Pepper Seed Is Even Easier Than Tomato Seed!

Saving pepper seed is even easier than saving tomato seeds.

As long as the fruit is nice and ripe, all you have to do is: split the pepper open, scrape out the seeds, dry those seeds on a counter, and voilà!

(Plus you get the seedless peppers to eat or freeze.)

But peppers also cross much more readily than tomatoes do.

If you were going to be saving seed to sell, I would give you a big warning about respecting isolation distances and tell you a sob story about my Scotch Bonnets that crossed with some Italian peppers. (Which actually has had a nice ending as I turned that accident into the #scotchbonnetremix project.)

But if you just want some seed for your market garden, you can throw caution to the wind and save pepper seed without worrying about isolation distances

.

Now to be clear, I’m not saying this because you won’t see crossing in your plants. You will see some crossing.

But rather, if you’re someone who likes to grow a bunch of pepper varieties, I think you should be excited about seeing some different plants in your pepper fields. New shapes and sizes, maybe even new colours – new stories and diversity for the eaters you serve.

So don’t worry about crossing!!!

Well, there is some crossing you should worry about.

Your sweet peppers and your hot peppers will happily cross with each other.

And there is nothing more disappointing than discovering the hot peppers you just brought in for your latest batch of your signature hot sauce are not so hotso. (I guess for some mild-palated folks, the surprise of biting into a supposedly sweet pepper and discovering the biting edge of Capsaicin might also be an unpleasant twist.)

If you’re growing sweet and hot peppers and you plan on saving seed, separate your hots and your sweets by  200ft to 300ft to significantly reduce the chance of crossing.

#protip. If you see a crossed up pepper plant in your field, taste one fruit from before sending the rest to market. 

If it is a rogue hot pepper in your sweet field, you can pull the plant for the compost pile or mark it with flagging tape and tell the crew that it’s 🔥🔥🔥.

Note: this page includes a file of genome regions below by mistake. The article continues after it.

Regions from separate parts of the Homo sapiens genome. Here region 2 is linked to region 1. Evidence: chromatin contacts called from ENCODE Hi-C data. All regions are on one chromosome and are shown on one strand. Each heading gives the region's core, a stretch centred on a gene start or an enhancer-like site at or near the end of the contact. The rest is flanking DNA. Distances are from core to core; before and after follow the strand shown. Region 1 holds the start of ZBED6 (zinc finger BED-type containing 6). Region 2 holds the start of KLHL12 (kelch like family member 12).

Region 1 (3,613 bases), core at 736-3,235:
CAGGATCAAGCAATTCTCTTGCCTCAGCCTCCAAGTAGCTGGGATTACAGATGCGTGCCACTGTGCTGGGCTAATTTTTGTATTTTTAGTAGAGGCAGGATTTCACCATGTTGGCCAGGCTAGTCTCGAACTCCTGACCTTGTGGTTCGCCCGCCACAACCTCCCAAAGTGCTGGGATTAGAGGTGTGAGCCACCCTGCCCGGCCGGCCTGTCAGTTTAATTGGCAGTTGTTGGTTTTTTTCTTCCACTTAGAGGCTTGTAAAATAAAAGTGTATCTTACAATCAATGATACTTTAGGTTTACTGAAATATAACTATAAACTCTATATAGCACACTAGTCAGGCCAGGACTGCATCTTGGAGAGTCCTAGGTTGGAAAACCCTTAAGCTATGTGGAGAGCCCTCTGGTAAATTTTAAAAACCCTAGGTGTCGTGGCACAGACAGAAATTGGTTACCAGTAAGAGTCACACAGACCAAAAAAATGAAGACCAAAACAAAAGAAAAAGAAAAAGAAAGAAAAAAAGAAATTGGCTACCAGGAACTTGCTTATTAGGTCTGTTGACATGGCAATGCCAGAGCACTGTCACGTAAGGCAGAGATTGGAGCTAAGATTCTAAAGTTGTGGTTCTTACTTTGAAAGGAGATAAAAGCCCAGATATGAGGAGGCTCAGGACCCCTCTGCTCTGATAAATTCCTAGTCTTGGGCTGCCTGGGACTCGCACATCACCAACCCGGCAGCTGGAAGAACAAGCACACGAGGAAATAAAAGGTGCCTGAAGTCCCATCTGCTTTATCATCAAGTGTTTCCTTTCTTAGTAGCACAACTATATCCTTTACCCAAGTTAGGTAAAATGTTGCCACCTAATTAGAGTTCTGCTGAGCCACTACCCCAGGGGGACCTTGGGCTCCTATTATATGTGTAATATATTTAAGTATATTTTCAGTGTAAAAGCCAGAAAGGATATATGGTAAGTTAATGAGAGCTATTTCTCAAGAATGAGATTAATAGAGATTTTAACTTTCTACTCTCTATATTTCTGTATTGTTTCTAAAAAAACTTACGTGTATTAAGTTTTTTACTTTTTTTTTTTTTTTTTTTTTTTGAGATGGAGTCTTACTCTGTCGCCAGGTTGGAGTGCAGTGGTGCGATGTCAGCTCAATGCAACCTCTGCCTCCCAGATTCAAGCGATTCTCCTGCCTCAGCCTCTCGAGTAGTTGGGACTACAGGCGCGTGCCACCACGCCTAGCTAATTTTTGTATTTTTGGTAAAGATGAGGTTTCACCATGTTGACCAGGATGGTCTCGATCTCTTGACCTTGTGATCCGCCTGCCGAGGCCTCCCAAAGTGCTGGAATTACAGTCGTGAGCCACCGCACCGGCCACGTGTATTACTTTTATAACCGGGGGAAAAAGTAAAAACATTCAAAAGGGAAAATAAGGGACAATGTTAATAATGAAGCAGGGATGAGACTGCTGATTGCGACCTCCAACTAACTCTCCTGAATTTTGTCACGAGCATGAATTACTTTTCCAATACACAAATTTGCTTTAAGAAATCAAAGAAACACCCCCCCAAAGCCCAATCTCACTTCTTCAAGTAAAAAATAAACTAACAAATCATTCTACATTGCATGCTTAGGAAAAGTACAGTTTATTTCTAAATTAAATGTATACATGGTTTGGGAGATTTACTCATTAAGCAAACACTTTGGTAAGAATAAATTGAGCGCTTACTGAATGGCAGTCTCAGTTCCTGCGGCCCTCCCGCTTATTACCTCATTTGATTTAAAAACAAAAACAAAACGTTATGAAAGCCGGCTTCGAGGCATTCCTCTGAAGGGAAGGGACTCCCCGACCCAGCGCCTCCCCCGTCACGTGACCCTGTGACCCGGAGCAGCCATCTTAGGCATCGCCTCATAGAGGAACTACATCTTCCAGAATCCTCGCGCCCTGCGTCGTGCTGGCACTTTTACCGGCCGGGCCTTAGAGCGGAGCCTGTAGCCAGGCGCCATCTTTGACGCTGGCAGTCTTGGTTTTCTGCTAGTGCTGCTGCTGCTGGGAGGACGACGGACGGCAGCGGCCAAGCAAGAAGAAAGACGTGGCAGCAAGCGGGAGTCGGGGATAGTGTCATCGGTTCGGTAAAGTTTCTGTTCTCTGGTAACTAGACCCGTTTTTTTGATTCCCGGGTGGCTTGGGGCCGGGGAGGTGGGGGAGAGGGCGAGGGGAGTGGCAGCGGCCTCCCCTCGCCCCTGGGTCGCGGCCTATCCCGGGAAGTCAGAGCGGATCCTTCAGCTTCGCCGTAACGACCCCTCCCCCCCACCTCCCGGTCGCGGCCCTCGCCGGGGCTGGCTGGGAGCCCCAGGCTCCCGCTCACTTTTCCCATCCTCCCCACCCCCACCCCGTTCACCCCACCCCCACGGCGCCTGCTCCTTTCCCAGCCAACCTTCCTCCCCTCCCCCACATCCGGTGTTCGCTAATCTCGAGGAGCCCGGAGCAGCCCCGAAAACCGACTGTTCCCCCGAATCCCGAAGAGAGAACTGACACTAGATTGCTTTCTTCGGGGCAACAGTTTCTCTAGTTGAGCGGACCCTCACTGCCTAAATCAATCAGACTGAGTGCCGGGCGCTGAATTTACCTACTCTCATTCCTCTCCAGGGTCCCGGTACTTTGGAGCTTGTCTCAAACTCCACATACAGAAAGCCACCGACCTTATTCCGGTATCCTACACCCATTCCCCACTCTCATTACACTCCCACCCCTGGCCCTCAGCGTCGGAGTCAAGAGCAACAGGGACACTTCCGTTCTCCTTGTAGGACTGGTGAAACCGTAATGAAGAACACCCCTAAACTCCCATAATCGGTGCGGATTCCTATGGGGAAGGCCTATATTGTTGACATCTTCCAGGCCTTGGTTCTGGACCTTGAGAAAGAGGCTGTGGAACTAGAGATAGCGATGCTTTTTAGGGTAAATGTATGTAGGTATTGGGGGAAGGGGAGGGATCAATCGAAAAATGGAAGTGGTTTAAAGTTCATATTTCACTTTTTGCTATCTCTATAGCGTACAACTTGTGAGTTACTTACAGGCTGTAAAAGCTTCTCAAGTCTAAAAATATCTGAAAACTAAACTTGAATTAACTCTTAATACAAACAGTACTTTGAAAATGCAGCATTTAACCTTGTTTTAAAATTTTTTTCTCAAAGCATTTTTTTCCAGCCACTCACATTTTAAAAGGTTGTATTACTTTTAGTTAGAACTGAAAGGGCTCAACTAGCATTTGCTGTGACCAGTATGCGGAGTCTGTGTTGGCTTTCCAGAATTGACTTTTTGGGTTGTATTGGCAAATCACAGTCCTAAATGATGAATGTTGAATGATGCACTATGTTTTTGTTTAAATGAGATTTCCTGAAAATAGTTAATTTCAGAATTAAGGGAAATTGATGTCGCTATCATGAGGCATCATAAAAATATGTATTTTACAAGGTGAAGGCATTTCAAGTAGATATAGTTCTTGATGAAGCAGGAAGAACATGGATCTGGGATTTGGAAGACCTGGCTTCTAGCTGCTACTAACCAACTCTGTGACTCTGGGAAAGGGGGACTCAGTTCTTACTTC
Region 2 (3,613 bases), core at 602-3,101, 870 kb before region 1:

6 thoughts on “Pepper Seed Is Even Easier Than Tomato Seed!

  1. Hi Dan – Thanks so much for your blog; I enjoy it. I have a question about soil. How do you enrich your soil? All with green manure? Do you leave that section of the garden fallow for a whole season?

    1. Thanks!

      We used cover crops and chicken manure to fertilize our fields.

      In our vegetable fields we do 1 year cover crop and then spread chicken manure, then 1 year of a heavy feeder crop, and 1 year of a light feeder crop, them back to cover crop.

      Dan

  2. Hey, Dan — question on saving pepper seed — how to you ensure that seed viability is strong? My biggest complaint with The Exchange at Seed Savers Exchange is that people offer pepper seed all the time and 3/4 of the time, I get germination of about 25% (and this is with All The Tricks: heat mats at 80 degrees, damp paper towels and now a chamomile tea soak.

    I’m going to be saving pepper seeds from some of the varieties I’m growing out this year and want to ensure that the seeds have the vitality to germinate as low germination frustrates me with others! 😉 I welcome your thoughts.

  3. My experience has been the opposite! Tomatoes are easier for, at least this year it is. I am having a hard time getting my hot peppers to germinate! (The sweet peppers are fine.)

      1. Thanks. I am going to mention this to SSE for The Exchange. I am so frustrated

Leave a Reply

Fill in your details below or click an icon to log in:

WordPress.com Logo

You are commenting using your WordPress.com account. Log Out /  Change )

Google photo

You are commenting using your Google account. Log Out /  Change )

Twitter picture

You are commenting using your Twitter account. Log Out /  Change )

Facebook photo

You are commenting using your Facebook account. Log Out /  Change )

Connecting to %s